Apparently, West Virginia sits atop a potential industrial gold mine, a source of boundless free energy even greater than the state's rich coal deposits.
It's geothermal heat - 400-degree power seething 3 miles underground in semi-magma rock layers - that might be tapped by deep wells for steam-turbine electricity generating plants.
Researchers at Southern Methodist University's Geothermal Laboratory studied temperature readings from 1,400 West Virginia oil, gas and water wells. They found indications that the East Coast's strongest "hot spots" lie beneath Greenbrier, Pocahontas, Randolph and Tucker counties.
"It appears to be hotter than other areas on the East Coast," SMU researcher Zachary Frone said. SMU estimated West Virginia's geothermal power-generation potential at 18,890 megawatts - exceeding the 16,350 megawatts currently derived from coal, river dams and other sources.
West Virginia University engineer Brian Anderson commented: "I actually do think it is something to be excited about. ... It's a reserve, or resource, of energy that West Virginia has that other places don't."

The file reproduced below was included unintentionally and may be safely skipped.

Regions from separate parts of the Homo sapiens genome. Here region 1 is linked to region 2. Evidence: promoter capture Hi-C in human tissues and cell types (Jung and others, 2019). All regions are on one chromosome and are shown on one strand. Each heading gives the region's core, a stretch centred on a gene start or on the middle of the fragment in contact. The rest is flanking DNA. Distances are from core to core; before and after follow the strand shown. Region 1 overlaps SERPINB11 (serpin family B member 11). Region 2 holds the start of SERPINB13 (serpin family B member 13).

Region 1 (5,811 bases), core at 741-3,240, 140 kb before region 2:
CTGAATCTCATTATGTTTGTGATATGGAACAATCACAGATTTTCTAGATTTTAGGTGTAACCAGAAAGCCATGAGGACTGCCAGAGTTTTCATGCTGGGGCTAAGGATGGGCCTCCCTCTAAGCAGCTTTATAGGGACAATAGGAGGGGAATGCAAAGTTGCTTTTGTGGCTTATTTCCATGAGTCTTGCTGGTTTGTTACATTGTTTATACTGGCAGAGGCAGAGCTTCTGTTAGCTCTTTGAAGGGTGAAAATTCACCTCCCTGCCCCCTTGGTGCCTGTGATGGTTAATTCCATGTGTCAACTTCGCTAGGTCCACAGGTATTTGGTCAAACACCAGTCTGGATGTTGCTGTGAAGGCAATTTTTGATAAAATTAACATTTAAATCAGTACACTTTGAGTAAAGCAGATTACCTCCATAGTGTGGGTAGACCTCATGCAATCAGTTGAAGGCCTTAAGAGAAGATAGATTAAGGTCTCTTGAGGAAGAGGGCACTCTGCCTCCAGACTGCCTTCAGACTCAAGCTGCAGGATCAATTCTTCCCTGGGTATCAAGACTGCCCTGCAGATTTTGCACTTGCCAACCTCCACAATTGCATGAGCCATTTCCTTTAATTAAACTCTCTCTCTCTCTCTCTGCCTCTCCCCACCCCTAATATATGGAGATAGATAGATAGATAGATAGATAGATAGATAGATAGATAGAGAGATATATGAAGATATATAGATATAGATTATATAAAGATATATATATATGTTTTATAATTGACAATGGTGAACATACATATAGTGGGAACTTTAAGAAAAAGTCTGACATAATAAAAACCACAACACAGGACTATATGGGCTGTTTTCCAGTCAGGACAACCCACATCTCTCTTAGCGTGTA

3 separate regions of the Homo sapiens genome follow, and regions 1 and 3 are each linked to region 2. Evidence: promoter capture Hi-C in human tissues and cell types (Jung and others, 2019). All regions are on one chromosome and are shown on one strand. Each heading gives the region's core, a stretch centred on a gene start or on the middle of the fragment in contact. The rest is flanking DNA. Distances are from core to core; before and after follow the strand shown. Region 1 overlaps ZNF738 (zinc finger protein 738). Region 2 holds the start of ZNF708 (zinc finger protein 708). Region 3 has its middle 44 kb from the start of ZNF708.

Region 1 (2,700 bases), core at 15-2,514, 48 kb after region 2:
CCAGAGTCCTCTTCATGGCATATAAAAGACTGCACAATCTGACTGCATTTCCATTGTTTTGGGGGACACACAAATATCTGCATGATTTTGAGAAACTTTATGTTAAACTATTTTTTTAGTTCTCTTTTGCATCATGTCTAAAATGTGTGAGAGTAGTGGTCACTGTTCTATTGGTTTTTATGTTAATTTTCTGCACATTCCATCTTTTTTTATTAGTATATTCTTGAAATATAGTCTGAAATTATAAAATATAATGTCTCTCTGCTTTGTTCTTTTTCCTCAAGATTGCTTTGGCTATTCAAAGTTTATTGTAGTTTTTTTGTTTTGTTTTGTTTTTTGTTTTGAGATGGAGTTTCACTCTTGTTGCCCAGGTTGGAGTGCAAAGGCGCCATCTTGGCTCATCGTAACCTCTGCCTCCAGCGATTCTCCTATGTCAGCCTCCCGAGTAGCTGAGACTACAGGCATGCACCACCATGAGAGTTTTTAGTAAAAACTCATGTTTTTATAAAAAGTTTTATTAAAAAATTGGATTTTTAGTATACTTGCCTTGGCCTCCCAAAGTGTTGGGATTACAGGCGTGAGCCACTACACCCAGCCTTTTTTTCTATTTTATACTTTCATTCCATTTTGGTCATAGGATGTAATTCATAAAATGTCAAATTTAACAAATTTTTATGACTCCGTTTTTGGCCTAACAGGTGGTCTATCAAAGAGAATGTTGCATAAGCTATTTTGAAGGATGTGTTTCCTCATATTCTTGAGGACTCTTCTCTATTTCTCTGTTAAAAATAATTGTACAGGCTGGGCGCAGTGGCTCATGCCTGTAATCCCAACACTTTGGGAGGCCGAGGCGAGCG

Geothermal heat is the molten "hell" inside the planet that can be seen when volcanoes spill rivers of fiery lava. Part of it stems from the original formation of Earth, and part comes from radioactive decay of minerals. If this power could be utilized more fully, it would meet all human needs worldwide forever.
"The amount of heat available from the Earth under the United States alone is enough to power the current U.S. energy demand for 10,000 years," WVU's Anderson said. "You can consider the geothermal energy source an infinite energy source."
Reaching this free power requires drilling extra-deep wells - costing around $10 million each - then pouring in water to make steam. Such operations already exist in Italy, New Zealand, California, Nevada, Germany and elsewhere. A recent attempt in Switzerland triggered local earthquakes and had to be canceled.
State Geologist Michael Hohn says the sedimentary rock of the Appalachians presumably wouldn't cause quakes of the sort suffered in Switzerland.
Geothermal wells release some polluting gases trapped deep underground - but only about 4 percent of the pollution freed by burning fossil fuels. Thus geothermal is considered clean "green energy." It's more reliable than wind and solar, which generate electricity only when the wind blows or the sun shines during daylight hours.
The promise of an important new geothermal power industry in West Virginia is a bright prospect. State leaders and the Legislature should launch studies to evaluate this enticing possibility.